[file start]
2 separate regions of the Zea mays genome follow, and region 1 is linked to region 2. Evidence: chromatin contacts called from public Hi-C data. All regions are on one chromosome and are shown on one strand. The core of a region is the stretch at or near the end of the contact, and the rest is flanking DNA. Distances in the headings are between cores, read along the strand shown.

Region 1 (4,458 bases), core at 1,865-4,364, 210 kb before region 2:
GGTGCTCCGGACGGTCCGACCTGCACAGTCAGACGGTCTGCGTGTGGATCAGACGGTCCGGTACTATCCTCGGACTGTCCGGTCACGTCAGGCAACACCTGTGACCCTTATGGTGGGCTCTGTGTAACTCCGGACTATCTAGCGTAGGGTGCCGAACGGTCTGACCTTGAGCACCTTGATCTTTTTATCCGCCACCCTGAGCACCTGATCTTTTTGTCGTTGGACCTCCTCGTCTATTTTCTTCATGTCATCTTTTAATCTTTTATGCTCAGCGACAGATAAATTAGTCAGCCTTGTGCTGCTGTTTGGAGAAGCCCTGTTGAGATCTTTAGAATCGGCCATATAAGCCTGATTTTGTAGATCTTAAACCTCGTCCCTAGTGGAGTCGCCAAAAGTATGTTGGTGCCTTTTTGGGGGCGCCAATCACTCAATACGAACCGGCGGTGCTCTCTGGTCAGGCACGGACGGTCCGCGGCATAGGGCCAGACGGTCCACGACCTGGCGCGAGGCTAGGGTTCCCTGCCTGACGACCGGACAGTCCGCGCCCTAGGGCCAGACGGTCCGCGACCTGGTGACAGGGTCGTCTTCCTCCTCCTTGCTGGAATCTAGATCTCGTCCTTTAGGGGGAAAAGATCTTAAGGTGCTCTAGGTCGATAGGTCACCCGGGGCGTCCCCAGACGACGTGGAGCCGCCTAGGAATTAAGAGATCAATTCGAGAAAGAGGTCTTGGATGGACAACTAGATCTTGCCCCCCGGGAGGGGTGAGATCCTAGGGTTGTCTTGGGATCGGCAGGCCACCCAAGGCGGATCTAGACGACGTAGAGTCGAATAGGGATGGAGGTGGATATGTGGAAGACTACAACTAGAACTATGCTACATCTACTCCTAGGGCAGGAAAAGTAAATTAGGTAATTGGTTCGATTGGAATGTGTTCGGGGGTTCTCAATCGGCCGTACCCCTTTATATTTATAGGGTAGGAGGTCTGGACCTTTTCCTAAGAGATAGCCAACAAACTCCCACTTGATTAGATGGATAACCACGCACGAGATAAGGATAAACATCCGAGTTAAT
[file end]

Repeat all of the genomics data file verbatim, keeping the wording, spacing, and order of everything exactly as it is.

2 separate regions of the Zea mays genome follow, and region 1 is linked to region 2. Evidence: chromatin contacts called from public Hi-C data. All regions are on one chromosome and are shown on one strand. The core of a region is the stretch at or near the end of the contact, and the rest is flanking DNA. Distances in the headings are between cores, read along the strand shown.

Region 1 (4,458 bases), core at 1,865-4,364, 210 kb before region 2:
GGTGCTCCGGACGGTCCGACCTGCACAGTCAGACGGTCTGCGTGTGGATCAGACGGTCCGGTACTATCCTCGGACTGTCCGGTCACGTCAGGCAACACCTGTGACCCTTATGGTGGGCTCTGTGTAACTCCGGACTATCTAGCGTAGGGTGCCGAACGGTCTGACCTTGAGCACCTTGATCTTTTTATCCGCCACCCTGAGCACCTGATCTTTTTGTCGTTGGACCTCCTCGTCTATTTTCTTCATGTCATCTTTTAATCTTTTATGCTCAGCGACAGATAAATTAGTCAGCCTTGTGCTGCTGTTTGGAGAAGCCCTGTTGAGATCTTTAGAATCGGCCATATAAGCCTGATTTTGTAGATCTTAAACCTCGTCCCTAGTGGAGTCGCCAAAAGTATGTTGGTGCCTTTTTGGGGGCGCCAATCACTCAATACGAACCGGCGGTGCTCTCTGGTCAGGCACGGACGGTCCGCGGCATAGGGCCAGACGGTCCACGACCTGGCGCGAGGCTAGGGTTCCCTGCCTGACGACCGGACAGTCCGCGCCCTAGGGCCAGACGGTCCGCGACCTGGTGACAGGGTCGTCTTCCTCCTCCTTGCTGGAATCTAGATCTCGTCCTTTAGGGGGAAAAGATCTTAAGGTGCTCTAGGTCGATAGGTCACCCGGGGCGTCCCCAGACGACGTGGAGCCGCCTAGGAATTAAGAGATCAATTCGAGAAAGAGGTCTTGGATGGACAACTAGATCTTGCCCCCCGGGAGGGGTGAGATCCTAGGGTTGTCTTGGGATCGGCAGGCCACCCAAGGCGGATCTAGACGACGTAGAGTCGAATAGGGATGGAGGTGGATATGTGGAAGACTACAACTAGAACTATGCTACATCTACTCCTAGGGCAGGAAAAGTAAATTAGGTAATTGGTTCGATTGGAATGTGTTCGGGGGTTCTCAATCGGCCGTACCCCTTTATATTTATAGGGTAGGAGGTCTGGACCTTTTCCTAAGAGATAGCCAACAAACTCCCACTTGATTAGATGGATAACCACGCACGAGATAAGGATAAACATCCGAGTTAAT